Family Abuse Services
Family Abuse Services provides an array of services to victims and survivors of domestic violence in their on-going community initiative erase domestic violence and re-build lives. The organization combines preventative measures and community education, and has been running for over two decades in Alamance county. Victims can find support through emergency hotline and shelter as well as court advocacy and protective order assistance. FAS’s commitment to long-term support provides stability towards a future free from abuse. The organization helps victims by court accompaniment, support group, visitation center, referrals and transitional housing programs.
Types of Abuse
Family Abuse Services focuses on informing the community that there are many types of abuse that occur, but mainly six basic types:
Physical abuse is the use of physical force that may result in bodily injury, physical pain, or impairment. Symptoms may include, but are not limited to, bruises, broken bones, cuts, rope marks, and many others that people who are abused often can’t explain to those asking for fear of more physical pain that will result.
Sexual abuse is non-consensual sexual contact, which can range from unwanted physical touching to rape. Signs of sexual abuse may include bruises, bleeding, unexplained infections, torn clothing, and many more.
Emotional abuse is one of the most common and hardest to detect types of abuse. It is the infliction of anguish, pain, or distress through verbal or nonverbal acts. This can be verbal assaults, threats, intimidation, humiliation, harassment, and plenty others. People who are emotionally abused may be emotionally withdrawn, easily upset or agitated, non-communicative, non-responsive, and others depending on person to person.
Threatening abuse is a type of mental and emotional abuse, but is a uniquely powerful element since it also gives victims the opportunity to document and note the overt and outright threats in any civil or criminal legal proceedings. “I’ll kill myself”, “You’ll pay”, “I’ll kill you”, “You’ll never see your kids again” are all common sayings that people who use threatening abuse will manipulate their victims with.
Isolation is another type of abuse that cuts off contact with family, friend, and co-workers. The abused person may not be allowed to leave the house, must always be accompanied by the abuser, or even have the mileage on their car monitored.
Economic abuse is the abuser not allowing the person they are abusing to have a job, being given an allowance, having their expenditures monitored, sabotaging job efforts, causing economic hardship, and many more. The purpose of this abuse is to promote economic dependence of the person being abused. Many variations of these main six types of abuse occur as well.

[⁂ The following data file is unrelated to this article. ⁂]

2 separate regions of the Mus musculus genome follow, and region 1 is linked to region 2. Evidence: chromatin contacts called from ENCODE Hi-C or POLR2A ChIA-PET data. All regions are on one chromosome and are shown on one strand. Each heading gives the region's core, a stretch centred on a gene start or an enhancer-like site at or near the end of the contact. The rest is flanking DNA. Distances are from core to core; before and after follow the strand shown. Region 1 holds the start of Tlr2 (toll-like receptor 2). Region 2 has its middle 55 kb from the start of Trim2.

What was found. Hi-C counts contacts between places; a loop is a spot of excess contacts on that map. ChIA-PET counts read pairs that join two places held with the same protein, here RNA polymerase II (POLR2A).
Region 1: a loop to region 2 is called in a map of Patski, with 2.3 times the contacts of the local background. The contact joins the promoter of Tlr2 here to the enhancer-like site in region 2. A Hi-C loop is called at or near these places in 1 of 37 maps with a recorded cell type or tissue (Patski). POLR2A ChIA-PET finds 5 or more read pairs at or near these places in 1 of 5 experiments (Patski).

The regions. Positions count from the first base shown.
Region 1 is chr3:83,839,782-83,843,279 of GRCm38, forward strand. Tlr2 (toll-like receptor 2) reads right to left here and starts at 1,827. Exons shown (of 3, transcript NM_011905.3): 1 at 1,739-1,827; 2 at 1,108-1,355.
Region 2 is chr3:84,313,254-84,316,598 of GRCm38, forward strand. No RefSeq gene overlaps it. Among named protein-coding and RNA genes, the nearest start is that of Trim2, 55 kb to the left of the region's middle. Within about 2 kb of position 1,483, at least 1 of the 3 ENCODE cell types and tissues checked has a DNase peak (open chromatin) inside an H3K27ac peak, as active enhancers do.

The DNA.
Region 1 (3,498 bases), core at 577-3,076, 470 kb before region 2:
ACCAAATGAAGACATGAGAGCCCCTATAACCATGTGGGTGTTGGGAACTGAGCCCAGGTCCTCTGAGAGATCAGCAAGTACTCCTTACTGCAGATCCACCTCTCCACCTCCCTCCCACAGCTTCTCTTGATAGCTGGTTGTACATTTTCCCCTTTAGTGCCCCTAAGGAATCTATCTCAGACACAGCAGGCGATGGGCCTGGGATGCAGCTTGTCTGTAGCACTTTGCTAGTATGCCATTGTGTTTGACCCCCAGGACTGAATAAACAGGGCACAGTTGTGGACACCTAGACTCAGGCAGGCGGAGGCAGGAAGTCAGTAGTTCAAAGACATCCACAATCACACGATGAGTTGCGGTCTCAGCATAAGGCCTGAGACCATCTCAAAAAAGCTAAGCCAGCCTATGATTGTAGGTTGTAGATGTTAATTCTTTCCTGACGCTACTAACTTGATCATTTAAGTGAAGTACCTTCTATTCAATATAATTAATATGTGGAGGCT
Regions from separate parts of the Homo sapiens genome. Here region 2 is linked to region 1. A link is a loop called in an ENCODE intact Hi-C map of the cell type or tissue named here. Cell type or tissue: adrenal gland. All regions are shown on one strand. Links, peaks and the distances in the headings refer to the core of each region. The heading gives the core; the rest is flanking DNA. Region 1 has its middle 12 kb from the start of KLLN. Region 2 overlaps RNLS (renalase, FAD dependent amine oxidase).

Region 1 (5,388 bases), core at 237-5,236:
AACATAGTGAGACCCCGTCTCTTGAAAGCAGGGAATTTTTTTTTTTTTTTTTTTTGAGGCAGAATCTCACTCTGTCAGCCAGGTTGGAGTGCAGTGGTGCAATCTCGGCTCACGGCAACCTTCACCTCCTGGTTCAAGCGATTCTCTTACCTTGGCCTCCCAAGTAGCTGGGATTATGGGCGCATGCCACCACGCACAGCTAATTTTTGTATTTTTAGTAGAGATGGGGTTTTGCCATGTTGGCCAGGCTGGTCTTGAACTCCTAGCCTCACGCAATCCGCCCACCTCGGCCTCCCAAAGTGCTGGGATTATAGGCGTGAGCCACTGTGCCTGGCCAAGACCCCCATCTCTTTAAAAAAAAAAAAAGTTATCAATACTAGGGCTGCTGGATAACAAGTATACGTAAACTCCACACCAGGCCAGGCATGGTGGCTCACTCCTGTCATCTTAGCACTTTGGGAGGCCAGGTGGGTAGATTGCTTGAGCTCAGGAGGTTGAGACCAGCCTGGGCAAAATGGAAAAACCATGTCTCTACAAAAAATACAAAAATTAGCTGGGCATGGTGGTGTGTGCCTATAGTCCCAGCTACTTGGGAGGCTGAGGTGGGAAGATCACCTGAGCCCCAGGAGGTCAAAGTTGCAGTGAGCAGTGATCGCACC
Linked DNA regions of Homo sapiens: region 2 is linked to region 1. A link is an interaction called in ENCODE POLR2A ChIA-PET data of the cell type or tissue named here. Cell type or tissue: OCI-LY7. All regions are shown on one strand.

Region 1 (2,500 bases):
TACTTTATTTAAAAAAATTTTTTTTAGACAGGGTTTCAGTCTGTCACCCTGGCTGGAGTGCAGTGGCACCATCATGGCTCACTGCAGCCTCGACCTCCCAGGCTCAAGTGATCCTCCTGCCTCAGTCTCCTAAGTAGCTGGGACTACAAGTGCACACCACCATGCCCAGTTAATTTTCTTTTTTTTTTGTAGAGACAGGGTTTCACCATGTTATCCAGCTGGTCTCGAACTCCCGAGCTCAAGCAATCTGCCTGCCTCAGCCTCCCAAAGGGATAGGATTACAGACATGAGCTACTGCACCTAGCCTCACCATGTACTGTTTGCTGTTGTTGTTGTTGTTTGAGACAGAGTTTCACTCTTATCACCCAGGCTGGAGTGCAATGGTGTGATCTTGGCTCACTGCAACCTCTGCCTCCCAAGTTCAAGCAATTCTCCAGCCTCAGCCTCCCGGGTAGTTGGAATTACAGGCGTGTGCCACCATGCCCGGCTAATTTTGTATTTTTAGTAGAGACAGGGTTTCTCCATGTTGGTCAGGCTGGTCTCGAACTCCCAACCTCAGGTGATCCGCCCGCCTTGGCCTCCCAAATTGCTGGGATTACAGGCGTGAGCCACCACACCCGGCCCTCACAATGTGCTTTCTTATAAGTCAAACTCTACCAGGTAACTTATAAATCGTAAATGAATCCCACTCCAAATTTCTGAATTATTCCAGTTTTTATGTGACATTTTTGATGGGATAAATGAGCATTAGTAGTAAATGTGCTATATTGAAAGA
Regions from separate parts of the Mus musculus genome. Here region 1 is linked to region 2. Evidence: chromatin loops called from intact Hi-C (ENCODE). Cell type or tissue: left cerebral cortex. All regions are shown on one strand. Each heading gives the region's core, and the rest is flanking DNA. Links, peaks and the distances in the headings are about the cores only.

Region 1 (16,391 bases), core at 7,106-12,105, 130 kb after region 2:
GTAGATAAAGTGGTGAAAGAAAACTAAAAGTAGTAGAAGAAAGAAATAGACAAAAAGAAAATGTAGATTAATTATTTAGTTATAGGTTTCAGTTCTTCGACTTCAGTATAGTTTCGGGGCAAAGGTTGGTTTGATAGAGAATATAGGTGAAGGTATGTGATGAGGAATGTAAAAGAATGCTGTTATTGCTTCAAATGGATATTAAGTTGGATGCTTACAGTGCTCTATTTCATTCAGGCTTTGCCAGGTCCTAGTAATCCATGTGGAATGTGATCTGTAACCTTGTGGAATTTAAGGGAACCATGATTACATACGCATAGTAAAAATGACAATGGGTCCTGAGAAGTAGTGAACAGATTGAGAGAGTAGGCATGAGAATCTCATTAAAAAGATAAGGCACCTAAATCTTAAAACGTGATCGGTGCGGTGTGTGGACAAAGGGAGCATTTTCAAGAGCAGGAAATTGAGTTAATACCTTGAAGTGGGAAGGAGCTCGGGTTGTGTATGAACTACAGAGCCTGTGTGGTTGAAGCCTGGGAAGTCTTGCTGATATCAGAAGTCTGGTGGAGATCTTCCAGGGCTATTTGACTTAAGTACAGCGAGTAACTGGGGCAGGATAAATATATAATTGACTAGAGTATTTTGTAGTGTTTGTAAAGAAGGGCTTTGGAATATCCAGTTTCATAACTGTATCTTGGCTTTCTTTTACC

Our Sister's House Shelter
Our Sister’s House, the shelter connected with Family Abuse Services, provides immediate, safe housing for women and children who have fled from homes due to domestic violence and abuse. They provide basic needs (food, transportation, case management, clothing or other items, since many victims leave their homes with no chance to gather necessary personal belongings) at no cost to the residents. The program also provides a learning program where women can be informed about actions they can take to ensure a safe future for themselves and children. Staff work to develop a written Safety Plan with the client that has the necessary steps to make sure family violence stops at the shelter and it continues to stop after they leave.
Working with Clients
It is important to understand how domestic violence affects the short- and long-term emotional and physical health of those in the presence of abuse. FAS collaborates with many service providers to address emotional and physical trauma, and they will work with the client to address their individualized case. These may include services provided through Legal Aid, the Public Health and Social Services departments, Women’s Resource Center, CrossRoads Sexual Assault Center, Exchange Club’s Family Center, Mental Health providers, and Law Enforcement Agencies. FAS also provides support group services that can connect clients to either individual or group counseling.